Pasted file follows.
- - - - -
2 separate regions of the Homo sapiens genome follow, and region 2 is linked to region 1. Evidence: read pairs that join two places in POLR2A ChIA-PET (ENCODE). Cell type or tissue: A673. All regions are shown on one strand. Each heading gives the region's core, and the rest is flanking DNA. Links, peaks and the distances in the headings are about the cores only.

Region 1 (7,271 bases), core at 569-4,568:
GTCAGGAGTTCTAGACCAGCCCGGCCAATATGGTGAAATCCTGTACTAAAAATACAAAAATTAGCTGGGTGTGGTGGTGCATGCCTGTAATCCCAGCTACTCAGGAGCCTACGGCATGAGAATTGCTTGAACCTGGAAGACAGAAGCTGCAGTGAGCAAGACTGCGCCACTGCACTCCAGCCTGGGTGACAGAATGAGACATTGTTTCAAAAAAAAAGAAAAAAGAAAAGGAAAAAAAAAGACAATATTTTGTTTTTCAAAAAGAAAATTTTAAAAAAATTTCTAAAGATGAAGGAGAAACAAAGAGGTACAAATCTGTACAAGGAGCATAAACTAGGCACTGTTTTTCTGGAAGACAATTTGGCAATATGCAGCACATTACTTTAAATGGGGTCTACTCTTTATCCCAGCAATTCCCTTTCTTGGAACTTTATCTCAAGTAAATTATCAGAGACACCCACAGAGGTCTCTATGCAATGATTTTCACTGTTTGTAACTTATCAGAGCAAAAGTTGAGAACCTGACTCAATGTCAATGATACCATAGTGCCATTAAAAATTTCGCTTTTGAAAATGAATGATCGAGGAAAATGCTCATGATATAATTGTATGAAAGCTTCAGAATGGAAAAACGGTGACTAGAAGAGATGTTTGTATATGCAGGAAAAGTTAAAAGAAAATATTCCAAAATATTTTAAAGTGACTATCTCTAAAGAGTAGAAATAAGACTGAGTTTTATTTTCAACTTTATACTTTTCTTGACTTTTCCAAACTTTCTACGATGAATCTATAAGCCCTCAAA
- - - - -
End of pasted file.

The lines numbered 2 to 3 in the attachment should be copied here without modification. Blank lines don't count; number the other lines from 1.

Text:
Region 1 (7,271 bases), core at 569-4,568:
GTCAGGAGTTCTAGACCAGCCCGGCCAATATGGTGAAATCCTGTACTAAAAATACAAAAATTAGCTGGGTGTGGTGGTGCATGCCTGTAATCCCAGCTACTCAGGAGCCTACGGCATGAGAATTGCTTGAACCTGGAAGACAGAAGCTGCAGTGAGCAAGACTGCGCCACTGCACTCCAGCCTGGGTGACAGAATGAGACATTGTTTCAAAAAAAAAGAAAAAAGAAAAGGAAAAAAAAAGACAATATTTTGTTTTTCAAAAAGAAAATTTTAAAAAAATTTCTAAAGATGAAGGAGAAACAAAGAGGTACAAATCTGTACAAGGAGCATAAACTAGGCACTGTTTTTCTGGAAGACAATTTGGCAATATGCAGCACATTACTTTAAATGGGGTCTACTCTTTATCCCAGCAATTCCCTTTCTTGGAACTTTATCTCAAGTAAATTATCAGAGACACCCACAGAGGTCTCTATGCAATGATTTTCACTGTTTGTAACTTATCAGAGCAAAAGTTGAGAACCTGACTCAATGTCAATGATACCATAGTGCCATTAAAAATTTCGCTTTTGAAAATGAATGATCGAGGAAAATGCTCATGATATAATTGTATGAAAGCTTCAGAATGGAAAAACGGTGACTAGAAGAGATGTTTGTATATGCAGGAAAAGTTAAAAGAAAATATTCCAAAATATTTTAAAGTGACTATCTCTAAAGAGTAGAAATAAGACTGAGTTTTATTTTCAACTTTATACTTTTCTTGACTTTTCCAAACTTTCTACGATGAATCTATAAGCCCTCAAA